Parents turning to Google before naming their children in desire for uniqueness
INCREASING numbers of new parents are turning to Google to help them decide the name of their child.
The growing trend for ‘Googling’ a baby’s potential name is happening around the world as parents try and avoid names which bring up an undesirable search result.
Other new mothers and fathers are basing the decision on what baby name will be unique enough to rise to the top of search results.
Laura Wattenberg, the author of ‘The Baby Name Wizard’, told The New York Times, that a desire for uniqueness in the digital world has provoked ‘unspoken competition’ between parents to find the most original name.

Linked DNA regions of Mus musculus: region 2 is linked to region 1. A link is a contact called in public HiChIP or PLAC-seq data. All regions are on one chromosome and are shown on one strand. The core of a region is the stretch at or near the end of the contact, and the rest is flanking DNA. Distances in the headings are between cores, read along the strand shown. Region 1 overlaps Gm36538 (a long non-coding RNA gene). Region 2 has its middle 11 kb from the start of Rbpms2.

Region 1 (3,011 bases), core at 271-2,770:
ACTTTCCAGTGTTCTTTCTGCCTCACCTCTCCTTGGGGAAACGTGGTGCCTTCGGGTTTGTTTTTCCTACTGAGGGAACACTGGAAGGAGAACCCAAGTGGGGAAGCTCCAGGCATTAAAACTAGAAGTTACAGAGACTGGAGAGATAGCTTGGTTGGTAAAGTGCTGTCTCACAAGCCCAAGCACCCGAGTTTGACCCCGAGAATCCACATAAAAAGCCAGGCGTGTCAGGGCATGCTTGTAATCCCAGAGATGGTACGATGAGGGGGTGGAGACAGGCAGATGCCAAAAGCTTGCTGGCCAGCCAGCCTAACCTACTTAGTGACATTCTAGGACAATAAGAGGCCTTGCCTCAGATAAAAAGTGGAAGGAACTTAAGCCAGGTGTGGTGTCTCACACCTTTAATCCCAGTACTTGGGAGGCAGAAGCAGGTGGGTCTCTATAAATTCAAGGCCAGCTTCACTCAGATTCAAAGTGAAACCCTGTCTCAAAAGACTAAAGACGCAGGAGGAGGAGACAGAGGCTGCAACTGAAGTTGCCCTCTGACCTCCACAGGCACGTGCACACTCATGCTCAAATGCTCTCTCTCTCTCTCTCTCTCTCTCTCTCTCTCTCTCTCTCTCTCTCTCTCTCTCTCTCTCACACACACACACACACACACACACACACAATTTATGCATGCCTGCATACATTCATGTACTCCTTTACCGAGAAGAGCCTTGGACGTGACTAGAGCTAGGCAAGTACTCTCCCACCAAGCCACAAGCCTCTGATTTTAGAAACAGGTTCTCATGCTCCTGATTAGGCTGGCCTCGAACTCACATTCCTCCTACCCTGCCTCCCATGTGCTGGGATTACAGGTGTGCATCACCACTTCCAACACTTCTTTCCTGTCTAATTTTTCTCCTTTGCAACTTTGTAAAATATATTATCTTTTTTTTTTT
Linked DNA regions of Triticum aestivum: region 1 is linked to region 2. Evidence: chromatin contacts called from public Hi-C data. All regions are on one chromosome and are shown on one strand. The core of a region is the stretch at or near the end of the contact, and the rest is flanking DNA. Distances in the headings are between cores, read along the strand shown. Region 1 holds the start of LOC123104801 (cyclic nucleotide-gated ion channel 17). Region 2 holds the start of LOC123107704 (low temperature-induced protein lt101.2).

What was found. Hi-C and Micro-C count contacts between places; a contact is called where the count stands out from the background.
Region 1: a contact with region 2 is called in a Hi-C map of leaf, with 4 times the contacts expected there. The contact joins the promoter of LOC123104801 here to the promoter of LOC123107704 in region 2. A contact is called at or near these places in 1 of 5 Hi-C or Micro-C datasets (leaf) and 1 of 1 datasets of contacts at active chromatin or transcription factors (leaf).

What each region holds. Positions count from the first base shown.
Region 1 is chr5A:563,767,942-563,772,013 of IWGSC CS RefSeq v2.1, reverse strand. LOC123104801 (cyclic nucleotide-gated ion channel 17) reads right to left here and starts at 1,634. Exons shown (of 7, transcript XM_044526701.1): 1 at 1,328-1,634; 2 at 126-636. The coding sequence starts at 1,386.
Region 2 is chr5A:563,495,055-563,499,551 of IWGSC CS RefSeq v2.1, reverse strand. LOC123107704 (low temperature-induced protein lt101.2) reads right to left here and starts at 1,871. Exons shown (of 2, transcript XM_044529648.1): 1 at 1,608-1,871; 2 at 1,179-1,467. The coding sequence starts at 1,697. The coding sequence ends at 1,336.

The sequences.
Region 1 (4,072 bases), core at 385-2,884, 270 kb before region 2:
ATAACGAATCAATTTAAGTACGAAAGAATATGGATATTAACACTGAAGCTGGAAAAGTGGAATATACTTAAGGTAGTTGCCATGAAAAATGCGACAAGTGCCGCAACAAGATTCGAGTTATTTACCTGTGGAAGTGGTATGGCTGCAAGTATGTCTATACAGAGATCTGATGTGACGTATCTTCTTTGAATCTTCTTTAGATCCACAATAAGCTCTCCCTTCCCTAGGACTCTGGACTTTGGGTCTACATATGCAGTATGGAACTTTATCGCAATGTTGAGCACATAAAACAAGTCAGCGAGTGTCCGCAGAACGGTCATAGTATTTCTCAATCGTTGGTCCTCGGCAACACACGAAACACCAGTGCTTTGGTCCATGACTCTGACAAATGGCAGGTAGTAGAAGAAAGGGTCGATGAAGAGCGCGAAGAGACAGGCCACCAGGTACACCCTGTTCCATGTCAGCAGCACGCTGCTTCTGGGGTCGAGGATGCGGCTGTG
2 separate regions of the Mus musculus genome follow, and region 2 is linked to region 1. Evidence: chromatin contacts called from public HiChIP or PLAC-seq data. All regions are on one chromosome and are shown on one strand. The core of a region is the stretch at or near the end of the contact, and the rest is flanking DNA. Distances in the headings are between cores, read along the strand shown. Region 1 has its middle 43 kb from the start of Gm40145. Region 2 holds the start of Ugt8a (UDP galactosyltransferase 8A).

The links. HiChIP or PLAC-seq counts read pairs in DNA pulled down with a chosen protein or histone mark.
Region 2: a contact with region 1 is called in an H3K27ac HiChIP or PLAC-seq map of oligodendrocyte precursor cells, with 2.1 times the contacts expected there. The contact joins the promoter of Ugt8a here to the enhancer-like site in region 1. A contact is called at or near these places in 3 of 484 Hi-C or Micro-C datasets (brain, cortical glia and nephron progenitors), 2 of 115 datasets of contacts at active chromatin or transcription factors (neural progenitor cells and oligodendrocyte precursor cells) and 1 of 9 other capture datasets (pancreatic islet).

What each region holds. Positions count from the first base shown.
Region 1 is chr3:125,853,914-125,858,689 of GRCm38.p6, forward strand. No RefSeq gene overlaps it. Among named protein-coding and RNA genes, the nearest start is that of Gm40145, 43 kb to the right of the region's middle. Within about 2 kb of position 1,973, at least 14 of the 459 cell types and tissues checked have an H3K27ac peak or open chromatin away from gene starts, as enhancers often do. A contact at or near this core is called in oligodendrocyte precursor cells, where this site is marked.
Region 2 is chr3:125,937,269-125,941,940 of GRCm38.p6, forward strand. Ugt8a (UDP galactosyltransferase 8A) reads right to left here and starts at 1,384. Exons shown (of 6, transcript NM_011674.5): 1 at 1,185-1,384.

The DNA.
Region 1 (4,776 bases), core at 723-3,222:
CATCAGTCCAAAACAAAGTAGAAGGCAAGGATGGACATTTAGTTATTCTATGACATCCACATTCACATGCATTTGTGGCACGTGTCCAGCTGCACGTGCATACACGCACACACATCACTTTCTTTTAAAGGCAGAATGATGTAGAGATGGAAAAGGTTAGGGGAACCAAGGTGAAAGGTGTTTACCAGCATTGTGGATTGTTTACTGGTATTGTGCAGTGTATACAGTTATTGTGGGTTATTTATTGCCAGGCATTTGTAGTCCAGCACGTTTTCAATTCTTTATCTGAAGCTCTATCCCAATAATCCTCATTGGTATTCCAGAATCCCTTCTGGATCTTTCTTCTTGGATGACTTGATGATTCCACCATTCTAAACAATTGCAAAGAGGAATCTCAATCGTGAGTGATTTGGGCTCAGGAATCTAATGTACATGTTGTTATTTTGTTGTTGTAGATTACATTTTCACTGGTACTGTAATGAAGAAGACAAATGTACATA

“Parents thinking of a baby name will type it in and say: ‘Oh, no, it’s taken. There are already three others with that name.’ ”
An American couple, Lecia and Thor Kaslofsky, changed the spelling of the name they wished to give their baby daughter from ‘Kalia’ to ‘Kaleya’, as the first version pulled up pictures and search results of strippers, after they Googled it.
They told The New York Times: “I didn’t want there to be a Google identity for her to wrestle with.”
A small study on LilSugar, a US site for parents, discovered that 64pc of respondents had Googled their baby’s potential name before making the final decision.